Horea Avram
Pages 173-182
DOI: 10.3726/b10729_173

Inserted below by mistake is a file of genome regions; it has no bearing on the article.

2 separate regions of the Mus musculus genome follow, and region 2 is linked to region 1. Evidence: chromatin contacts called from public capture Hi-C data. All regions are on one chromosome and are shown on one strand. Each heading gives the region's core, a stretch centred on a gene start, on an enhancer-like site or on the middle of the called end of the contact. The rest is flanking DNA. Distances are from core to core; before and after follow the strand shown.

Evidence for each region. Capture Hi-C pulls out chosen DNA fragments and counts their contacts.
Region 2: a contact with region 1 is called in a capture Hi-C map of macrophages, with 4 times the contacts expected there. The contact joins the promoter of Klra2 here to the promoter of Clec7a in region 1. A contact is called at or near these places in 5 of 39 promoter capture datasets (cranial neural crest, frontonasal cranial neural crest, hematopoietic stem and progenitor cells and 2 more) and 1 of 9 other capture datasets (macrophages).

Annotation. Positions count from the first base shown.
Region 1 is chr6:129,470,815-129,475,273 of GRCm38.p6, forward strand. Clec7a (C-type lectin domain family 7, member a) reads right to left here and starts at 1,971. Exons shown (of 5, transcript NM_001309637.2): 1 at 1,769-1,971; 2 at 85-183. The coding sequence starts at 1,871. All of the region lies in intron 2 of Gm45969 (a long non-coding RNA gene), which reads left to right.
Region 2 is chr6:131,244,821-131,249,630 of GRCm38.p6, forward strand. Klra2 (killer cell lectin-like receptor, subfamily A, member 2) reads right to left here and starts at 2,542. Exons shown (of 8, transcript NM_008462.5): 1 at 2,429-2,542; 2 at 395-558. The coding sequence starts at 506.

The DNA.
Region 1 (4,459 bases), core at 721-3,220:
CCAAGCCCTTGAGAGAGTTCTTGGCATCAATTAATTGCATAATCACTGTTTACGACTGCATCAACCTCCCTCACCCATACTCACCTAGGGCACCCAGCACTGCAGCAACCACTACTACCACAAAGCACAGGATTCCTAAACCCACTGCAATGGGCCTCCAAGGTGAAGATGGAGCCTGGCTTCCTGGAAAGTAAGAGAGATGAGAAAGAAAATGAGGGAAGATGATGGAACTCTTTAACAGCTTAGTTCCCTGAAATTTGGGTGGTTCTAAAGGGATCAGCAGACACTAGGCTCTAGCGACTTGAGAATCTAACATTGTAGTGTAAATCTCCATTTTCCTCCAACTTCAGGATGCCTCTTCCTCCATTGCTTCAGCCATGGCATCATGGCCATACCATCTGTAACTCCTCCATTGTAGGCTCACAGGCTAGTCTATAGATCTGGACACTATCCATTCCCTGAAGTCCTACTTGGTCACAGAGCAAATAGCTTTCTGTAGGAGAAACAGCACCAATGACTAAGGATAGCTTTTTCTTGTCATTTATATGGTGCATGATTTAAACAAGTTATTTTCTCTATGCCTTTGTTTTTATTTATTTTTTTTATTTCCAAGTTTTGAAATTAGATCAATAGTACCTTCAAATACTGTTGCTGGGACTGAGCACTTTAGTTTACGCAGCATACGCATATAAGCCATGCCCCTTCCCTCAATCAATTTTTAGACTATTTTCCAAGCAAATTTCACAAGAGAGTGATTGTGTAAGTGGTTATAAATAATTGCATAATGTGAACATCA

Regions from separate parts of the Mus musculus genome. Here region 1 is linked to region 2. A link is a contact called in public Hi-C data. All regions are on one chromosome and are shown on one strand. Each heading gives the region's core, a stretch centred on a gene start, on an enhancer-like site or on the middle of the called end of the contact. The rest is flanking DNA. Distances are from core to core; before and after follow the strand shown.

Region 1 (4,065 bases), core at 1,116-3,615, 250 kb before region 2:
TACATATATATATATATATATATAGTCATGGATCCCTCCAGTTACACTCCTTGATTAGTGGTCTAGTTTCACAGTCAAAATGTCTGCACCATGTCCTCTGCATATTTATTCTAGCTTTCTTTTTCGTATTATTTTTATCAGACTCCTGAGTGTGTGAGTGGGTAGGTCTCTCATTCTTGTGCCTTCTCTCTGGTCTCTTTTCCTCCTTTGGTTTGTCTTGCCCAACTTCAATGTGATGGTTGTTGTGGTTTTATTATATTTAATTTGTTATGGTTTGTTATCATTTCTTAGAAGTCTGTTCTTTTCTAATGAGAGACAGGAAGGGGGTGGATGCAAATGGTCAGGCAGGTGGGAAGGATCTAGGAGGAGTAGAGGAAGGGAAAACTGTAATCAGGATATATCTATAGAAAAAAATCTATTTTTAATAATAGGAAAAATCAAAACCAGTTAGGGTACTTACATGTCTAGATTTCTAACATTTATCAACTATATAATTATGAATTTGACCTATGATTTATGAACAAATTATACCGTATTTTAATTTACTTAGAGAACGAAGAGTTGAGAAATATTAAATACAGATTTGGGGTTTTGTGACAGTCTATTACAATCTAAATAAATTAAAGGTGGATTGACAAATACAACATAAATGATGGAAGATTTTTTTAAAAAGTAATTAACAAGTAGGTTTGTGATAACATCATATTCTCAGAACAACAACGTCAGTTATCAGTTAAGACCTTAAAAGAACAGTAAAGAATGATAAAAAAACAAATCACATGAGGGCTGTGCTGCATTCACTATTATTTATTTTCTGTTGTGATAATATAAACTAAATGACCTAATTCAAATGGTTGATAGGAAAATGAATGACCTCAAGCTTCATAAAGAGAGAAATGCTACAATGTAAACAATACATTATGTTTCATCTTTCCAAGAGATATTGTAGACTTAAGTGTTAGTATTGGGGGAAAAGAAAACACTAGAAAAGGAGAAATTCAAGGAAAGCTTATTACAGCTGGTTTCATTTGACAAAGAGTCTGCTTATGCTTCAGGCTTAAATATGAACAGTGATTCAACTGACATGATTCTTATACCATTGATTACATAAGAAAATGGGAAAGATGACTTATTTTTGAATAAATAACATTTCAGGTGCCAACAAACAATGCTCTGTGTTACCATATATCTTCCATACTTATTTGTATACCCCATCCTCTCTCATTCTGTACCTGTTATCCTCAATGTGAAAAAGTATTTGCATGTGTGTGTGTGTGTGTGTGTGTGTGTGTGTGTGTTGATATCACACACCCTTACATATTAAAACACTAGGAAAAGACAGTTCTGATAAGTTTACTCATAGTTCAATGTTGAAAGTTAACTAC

Can we speak about a specific real-virtual spatiality in the contexts offered by the post-desktop technological philosophy and practice? Does Augmented Reality have the potential to produce a different type of space (essentially hybrid) in which private and public converge up to the point of their cross identification? More exactly, to create, what media theoretician Jenny Edbauer Rice names a “zone of public intimacy”? The goal of this essay is to explore the possible answers to these questions. At the core of my analysis is the idea that the hybrid character of Augmented Reality is effected by two conditions. On the one hand, by the process of converging real and virtual spaces into a single – although discontinuous – “multimedia” space-image and, on the other, by the tensions existent between private perception and public engagement (with the setting, with the information and with other users). My conclusion is that by creating a hybrid convergent space of inclusions and exchanges, AR raises not only the prospect of a new sensorium (an expanded corporeality), but, what is more, it confirms the possibility of a distinct aesthetic paradigm as well as of a different way to articulate social relations.